Wednesday, February 5, 2014

Read a Wine List in 5 Easy Steps

Today, most restaurants have a wine list. I don’t care if it’s a five star restaurant with a sommelier, or your local neighborhood Italian place. Knowing how a wine list is laid out will help demystify it, and that can make ordering less stressful, and your meal more enjoyable.

What To Consider:
1) Decide what type of wine you want. Most wine lists are organized according to color, style and price. For example you will find the headings for Red (Rouge) Wines, White (Blanc) Wines, Rosé, Champagne/Sparkling, and Dessert with the driest offerings usually located directly under the heading and the sweetest toward the end of the list. If bin numbers are listed, refer to them when ordering to assist the server in locating the correct bottle. Most listings will be by bin number, wine name, winery or producers name, possibly country or region grown, and vintage (year harvested), if applicable.

2) Will you be ordering a glass, a half-carafe, full carafe, or a bottle? To break this down: a glass is usually about 5 ounces, a half-carafe and carafe are determined by the size of glass container the restaurant uses, so ask your sever how many glasses are in each. A bottle is made up of 750ml or roughly 4 generous glasses of wine (or 5 stingy pours). Check to see if the wine you are interested in is available by the glass. Many are sold only by the carafe or bottle.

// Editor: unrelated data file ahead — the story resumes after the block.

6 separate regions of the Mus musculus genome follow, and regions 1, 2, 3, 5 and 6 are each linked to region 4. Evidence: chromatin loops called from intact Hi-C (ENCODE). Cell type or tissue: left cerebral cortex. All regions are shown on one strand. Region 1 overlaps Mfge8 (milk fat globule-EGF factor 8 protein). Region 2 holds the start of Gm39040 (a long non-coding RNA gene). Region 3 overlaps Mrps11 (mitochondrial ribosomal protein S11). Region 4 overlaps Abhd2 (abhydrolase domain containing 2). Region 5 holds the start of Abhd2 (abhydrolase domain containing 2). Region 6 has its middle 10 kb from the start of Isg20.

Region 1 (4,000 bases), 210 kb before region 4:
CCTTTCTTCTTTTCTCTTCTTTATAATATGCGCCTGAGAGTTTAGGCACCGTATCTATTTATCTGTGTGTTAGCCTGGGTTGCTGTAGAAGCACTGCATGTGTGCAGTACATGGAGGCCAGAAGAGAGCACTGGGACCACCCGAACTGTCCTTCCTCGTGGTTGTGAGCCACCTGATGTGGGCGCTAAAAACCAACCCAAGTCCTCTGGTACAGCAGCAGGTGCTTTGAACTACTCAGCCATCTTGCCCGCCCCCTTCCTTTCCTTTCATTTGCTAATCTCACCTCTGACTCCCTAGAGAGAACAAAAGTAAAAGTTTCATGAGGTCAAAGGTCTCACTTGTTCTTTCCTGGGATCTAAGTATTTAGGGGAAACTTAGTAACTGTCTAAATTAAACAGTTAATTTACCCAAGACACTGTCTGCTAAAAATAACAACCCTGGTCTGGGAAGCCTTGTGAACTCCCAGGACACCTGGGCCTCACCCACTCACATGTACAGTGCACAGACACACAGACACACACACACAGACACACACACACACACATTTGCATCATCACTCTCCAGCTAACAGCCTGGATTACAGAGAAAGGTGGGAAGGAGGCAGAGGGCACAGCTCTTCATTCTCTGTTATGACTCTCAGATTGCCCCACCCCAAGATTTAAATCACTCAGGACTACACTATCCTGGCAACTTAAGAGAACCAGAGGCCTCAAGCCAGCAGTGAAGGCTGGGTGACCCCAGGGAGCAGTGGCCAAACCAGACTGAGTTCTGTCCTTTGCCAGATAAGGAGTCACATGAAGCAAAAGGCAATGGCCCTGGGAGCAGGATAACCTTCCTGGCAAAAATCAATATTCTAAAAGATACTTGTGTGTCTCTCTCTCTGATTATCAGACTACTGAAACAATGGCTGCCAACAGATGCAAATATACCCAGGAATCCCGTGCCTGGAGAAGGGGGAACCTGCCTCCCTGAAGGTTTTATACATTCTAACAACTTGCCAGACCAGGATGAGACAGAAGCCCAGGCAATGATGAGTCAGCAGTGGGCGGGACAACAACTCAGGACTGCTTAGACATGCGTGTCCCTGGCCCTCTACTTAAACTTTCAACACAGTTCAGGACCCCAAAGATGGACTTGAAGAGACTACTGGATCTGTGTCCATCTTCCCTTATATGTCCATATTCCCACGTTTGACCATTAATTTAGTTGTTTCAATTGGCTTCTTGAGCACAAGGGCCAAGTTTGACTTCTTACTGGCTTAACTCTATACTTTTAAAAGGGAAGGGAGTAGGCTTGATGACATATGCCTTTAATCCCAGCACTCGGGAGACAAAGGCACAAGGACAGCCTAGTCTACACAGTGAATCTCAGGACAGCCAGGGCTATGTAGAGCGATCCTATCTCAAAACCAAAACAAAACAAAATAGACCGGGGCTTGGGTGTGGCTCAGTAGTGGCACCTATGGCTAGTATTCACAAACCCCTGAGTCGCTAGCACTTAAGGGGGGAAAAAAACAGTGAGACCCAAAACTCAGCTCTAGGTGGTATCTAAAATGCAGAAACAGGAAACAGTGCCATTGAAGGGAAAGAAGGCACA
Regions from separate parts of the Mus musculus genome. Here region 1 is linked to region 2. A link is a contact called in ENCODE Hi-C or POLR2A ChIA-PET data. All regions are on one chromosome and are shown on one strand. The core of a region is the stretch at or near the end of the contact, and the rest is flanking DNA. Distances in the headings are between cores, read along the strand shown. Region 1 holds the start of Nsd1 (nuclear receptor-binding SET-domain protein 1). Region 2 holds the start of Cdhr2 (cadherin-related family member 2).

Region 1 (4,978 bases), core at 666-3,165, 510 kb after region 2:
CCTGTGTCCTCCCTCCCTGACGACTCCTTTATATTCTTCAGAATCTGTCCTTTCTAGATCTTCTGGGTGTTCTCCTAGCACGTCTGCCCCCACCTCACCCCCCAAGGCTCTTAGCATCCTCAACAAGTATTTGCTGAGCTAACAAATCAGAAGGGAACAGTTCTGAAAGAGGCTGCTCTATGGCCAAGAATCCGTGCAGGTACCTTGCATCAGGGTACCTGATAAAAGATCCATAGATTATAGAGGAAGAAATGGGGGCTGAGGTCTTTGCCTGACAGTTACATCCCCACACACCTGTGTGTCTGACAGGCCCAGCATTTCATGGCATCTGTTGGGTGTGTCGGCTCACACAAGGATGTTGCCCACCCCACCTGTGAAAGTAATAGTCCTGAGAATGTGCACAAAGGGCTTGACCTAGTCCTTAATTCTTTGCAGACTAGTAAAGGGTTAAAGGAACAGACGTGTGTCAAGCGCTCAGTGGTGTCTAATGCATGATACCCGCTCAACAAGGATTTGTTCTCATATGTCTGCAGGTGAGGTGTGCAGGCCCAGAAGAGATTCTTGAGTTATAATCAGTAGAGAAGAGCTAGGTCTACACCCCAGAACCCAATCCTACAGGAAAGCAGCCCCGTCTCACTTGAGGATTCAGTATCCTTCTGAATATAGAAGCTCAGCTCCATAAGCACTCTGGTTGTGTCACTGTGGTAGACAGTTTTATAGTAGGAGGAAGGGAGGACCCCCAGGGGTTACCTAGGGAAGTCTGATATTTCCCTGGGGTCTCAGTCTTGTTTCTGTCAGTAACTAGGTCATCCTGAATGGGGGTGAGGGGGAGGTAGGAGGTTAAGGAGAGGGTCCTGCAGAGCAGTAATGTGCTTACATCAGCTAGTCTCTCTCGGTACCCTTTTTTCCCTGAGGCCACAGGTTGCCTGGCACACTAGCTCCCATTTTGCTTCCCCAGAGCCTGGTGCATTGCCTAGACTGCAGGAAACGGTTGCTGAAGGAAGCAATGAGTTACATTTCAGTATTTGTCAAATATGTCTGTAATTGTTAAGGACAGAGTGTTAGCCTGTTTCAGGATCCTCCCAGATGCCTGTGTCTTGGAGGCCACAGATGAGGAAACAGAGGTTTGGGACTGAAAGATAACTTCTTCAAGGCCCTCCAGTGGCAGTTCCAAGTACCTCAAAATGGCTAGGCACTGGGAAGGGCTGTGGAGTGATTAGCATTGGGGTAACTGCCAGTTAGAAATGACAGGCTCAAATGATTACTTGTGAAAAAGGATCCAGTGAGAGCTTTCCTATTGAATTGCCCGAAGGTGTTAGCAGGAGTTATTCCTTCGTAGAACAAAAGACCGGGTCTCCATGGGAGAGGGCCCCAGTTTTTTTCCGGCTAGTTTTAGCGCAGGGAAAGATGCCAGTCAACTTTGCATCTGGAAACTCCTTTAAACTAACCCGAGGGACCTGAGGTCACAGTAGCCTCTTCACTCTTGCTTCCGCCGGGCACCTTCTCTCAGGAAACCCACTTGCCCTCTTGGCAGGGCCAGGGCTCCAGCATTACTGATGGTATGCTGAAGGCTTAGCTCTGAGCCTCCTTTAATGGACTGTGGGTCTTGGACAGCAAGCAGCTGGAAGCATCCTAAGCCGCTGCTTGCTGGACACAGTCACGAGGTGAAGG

3) Have your price point in mind before perusing the wine list. Prices are usually listed on the right side of the list. There may be “by the glass” prices and “by the bottle” prices. Ordering wine that matches the cuisine is usually a good bet - if you are eating at an Italian restaurant, the Italian wines will probably be the better values.

4) Can’t decide? Ask your wait staff for a recommendation. (If there is a sommelier, even better.) To assist them in helping you, let them know what types of wine you and your tablemate(s) like, what you are planning to eat, and what your price-range is.

5) Order by the bin number, winemaker’s or producer’s name, varietal and year. For example: "Number 24, the Robert Mondavi Cabernet, 2009." Avoid pointing – it can lead to a surprise bottle, and price.

Bonus Point:
Check and see if the restaurant’s wine list is on the web site. If so, you can do your research and have an idea of what you want before you get there.

And one final note, when the wine is delivered to your table, take the time to make sure this is the bottle you ordered. The waiter will present the bottle for your inspection – so do just that; read the name on the label, check the vintage date, and when a taste is poured, make sure to approve it or speak up if there is a problem. It can save you from embarrassment, and possibly paying more money later on in the evening. Enjoy!

~ Joy